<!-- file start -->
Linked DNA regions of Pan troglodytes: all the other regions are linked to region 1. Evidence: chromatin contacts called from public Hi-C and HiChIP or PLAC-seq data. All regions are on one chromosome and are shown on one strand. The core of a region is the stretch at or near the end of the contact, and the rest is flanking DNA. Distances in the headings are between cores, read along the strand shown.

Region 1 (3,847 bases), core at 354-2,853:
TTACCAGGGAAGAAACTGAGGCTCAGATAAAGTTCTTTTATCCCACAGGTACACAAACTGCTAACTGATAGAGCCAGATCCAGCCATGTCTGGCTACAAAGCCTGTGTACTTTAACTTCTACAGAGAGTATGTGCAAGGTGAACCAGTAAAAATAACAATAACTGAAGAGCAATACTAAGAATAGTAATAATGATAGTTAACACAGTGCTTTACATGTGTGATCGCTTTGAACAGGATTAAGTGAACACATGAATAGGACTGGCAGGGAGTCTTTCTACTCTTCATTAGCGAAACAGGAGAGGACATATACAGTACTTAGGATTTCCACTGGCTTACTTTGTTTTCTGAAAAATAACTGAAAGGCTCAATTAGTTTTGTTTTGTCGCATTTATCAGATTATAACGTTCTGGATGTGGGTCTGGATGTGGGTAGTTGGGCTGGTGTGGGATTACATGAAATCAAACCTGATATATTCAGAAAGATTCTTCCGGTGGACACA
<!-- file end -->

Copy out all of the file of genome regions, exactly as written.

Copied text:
Linked DNA regions of Pan troglodytes: all the other regions are linked to region 1. Evidence: chromatin contacts called from public Hi-C and HiChIP or PLAC-seq data. All regions are on one chromosome and are shown on one strand. The core of a region is the stretch at or near the end of the contact, and the rest is flanking DNA. Distances in the headings are between cores, read along the strand shown.

Region 1 (3,847 bases), core at 354-2,853:
TTACCAGGGAAGAAACTGAGGCTCAGATAAAGTTCTTTTATCCCACAGGTACACAAACTGCTAACTGATAGAGCCAGATCCAGCCATGTCTGGCTACAAAGCCTGTGTACTTTAACTTCTACAGAGAGTATGTGCAAGGTGAACCAGTAAAAATAACAATAACTGAAGAGCAATACTAAGAATAGTAATAATGATAGTTAACACAGTGCTTTACATGTGTGATCGCTTTGAACAGGATTAAGTGAACACATGAATAGGACTGGCAGGGAGTCTTTCTACTCTTCATTAGCGAAACAGGAGAGGACATATACAGTACTTAGGATTTCCACTGGCTTACTTTGTTTTCTGAAAAATAACTGAAAGGCTCAATTAGTTTTGTTTTGTCGCATTTATCAGATTATAACGTTCTGGATGTGGGTCTGGATGTGGGTAGTTGGGCTGGTGTGGGATTACATGAAATCAAACCTGATATATTCAGAAAGATTCTTCCGGTGGACACA